Both patients have fully complied with their dosage instruction.
However, we observe that they took their medicine at different times. Also, for both patients, the dosage intervals (in hours) differed from one dose to another.
This brings to light one of the possible reasons for the varying responses to the same medicine, taken by different people.
Taking the right dose (e.g. one 500mg tablet) of a medicine, but disregarding its dosage interval, is as inappropriate as taking the wrong dose of a medicine and following its dosage interval.
Ideally, specific hours of the day must be stated when giving dosage instructions.
This, among other benefits, reduces the incidence of adverse effects/ side effects and reduces the likelihood of therapeutic failure [this is when a treatment regimen fails to achieve its intended purpose; or when the set objectives (of prescribers) that guide the prescribing process are not met].
Alternatively, the dispenser could specify the dosage interval (in hours), such as: 'every six hours', 'every eight hours', 'every 12 hours'.
However, it is always advisable for a dispenser (pharmacist, dispensing technician etc.) to design a dosage regimen which fully complies with the medicine's dosage interval, as well as complies with the patient's preferences regarding which hours of the day will be convenient for him or her.
Consider the phrases: 'before food' and 'after food', often used in giving dosage instructions.
Just like the above illustration, one can expect different patients (following the same ambiguous instruction) to take their medicine at different times of the day.
While some patients may take their medicine immediately after their last food bite, others may take theirs at times ranging from a few minutes to several hours 'after their last bite'.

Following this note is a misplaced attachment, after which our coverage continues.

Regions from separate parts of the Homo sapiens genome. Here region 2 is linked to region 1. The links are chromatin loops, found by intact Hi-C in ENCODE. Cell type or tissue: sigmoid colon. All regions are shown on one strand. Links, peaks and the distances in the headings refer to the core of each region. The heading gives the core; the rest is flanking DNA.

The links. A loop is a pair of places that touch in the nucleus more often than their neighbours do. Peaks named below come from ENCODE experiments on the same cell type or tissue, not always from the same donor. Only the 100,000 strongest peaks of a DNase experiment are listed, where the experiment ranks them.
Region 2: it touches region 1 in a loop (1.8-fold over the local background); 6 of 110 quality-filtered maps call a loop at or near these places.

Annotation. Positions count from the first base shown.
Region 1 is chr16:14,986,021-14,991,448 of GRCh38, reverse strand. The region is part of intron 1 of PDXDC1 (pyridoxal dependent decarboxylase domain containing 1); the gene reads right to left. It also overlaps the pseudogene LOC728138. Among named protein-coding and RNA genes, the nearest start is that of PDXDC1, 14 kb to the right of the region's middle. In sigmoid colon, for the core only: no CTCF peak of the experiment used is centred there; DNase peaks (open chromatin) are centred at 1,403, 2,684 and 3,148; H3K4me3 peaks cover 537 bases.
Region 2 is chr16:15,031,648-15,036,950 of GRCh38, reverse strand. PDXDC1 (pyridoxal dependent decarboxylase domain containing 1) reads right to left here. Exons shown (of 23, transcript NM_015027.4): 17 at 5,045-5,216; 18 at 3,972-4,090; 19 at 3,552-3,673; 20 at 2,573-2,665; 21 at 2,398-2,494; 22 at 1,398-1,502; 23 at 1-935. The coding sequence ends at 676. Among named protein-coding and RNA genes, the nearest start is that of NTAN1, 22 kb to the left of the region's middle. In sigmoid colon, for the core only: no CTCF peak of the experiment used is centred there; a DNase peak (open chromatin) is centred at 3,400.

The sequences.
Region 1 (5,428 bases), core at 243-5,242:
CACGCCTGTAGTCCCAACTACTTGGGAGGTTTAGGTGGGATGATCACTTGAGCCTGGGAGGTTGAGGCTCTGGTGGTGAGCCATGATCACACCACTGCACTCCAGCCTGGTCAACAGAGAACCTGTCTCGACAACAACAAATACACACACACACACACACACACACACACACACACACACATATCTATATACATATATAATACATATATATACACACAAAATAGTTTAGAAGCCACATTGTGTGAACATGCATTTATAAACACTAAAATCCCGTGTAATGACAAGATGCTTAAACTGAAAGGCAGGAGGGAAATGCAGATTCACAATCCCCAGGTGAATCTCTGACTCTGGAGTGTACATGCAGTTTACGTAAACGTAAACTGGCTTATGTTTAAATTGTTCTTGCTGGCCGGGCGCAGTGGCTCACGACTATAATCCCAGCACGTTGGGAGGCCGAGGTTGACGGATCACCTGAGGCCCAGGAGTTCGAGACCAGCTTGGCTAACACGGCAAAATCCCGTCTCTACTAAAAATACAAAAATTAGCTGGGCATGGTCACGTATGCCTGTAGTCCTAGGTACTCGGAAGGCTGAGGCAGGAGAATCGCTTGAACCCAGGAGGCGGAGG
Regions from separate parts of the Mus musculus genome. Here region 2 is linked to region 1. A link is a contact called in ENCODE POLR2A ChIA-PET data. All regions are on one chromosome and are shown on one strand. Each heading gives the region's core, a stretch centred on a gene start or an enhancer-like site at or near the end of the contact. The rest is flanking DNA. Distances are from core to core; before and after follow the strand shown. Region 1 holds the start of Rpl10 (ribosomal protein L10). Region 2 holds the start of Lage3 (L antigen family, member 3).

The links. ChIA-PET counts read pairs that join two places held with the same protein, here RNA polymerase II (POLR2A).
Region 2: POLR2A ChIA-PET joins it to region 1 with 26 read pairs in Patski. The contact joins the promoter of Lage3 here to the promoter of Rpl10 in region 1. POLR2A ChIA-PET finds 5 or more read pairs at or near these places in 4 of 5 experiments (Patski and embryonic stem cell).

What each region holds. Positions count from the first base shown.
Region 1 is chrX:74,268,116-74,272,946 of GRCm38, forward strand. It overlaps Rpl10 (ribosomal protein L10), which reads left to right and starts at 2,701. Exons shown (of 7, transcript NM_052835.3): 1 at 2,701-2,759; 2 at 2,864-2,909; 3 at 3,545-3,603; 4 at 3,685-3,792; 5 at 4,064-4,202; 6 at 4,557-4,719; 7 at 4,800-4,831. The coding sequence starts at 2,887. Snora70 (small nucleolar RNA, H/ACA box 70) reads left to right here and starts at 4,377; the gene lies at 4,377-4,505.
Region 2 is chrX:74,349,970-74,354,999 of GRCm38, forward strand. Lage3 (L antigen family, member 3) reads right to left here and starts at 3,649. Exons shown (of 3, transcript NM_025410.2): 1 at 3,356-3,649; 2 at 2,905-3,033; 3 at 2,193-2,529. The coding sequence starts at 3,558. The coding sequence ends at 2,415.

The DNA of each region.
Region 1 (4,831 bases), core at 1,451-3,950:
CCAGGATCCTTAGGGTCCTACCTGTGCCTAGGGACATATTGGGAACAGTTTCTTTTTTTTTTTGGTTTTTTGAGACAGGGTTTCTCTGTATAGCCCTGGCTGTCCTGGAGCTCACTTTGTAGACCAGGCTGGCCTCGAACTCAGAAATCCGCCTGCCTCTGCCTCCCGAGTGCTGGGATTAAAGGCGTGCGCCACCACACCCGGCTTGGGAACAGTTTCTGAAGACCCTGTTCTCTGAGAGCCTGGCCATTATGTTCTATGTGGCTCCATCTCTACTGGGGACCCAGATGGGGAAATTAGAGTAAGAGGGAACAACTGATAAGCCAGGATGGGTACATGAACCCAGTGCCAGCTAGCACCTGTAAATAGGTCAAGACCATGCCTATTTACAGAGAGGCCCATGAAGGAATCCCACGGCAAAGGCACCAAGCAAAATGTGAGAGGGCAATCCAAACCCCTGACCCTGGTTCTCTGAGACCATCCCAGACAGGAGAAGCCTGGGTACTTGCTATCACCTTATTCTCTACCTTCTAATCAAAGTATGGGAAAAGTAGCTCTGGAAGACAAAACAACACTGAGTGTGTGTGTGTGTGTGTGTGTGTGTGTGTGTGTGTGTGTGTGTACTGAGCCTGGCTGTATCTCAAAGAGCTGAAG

Ironically, both groups would be complying with the instruction: 'after food'.
The rationale for such instructions — 'before food', 'after food' — is among other reasons, to prevent drug-food interactions, which may ultimately render the medicine ineffective.
Ideally, such a phrase must be qualified with a specific time/period. For instance, it is more appropriate to say and write 'one hour before food' instead of 'before food'; and 'two hours after food' instead of 'after food'.
The phrase must always be qualified with time (e.g. 30 minutes, one hour, two hours etc.) in order to eliminate ambiguity.
The above illustrations are not exhaustive. However, I have highlighted the commonest of these errors, with the aim of drawing the attention of health professionals to the effects of such acts of negligence; and cautioning the general public about one of the dangers of purchasing medicines from unauthorised persons and premises.
For most medicines, there is a thin line between efficacy, safety and toxicity. What actually makes any medicine 'good' is the information that accompanies it. Good (efficacious, safe) medicine dispensed with bad (wrong, inadequate, inaccurate) information will predictably result in bad (unwanted, harmful) effects and/or inefficacy.
I entreat all health professionals, especially pharmacists, to lay extra emphasis on giving accurate, unambiguous and comprehensible verbal dosage instructions, accompanied by clearly written (or printed) accurate, unambiguous and comprehensible labels.
Hopefully, the general public can now understand why it is extremely risky to purchase medicines from unauthorised (unprofessional) persons and from unauthorised premises such as buses.
You may just be missing the necessary information required to make your medicine safe and efficacious. Do not take your health for granted.
Discuss your health matters only with qualified people — preferably, a doctor, or a pharmacist.
Remember, 'your health is your wealth.'
By Samuel N. B. Poku-Bonsu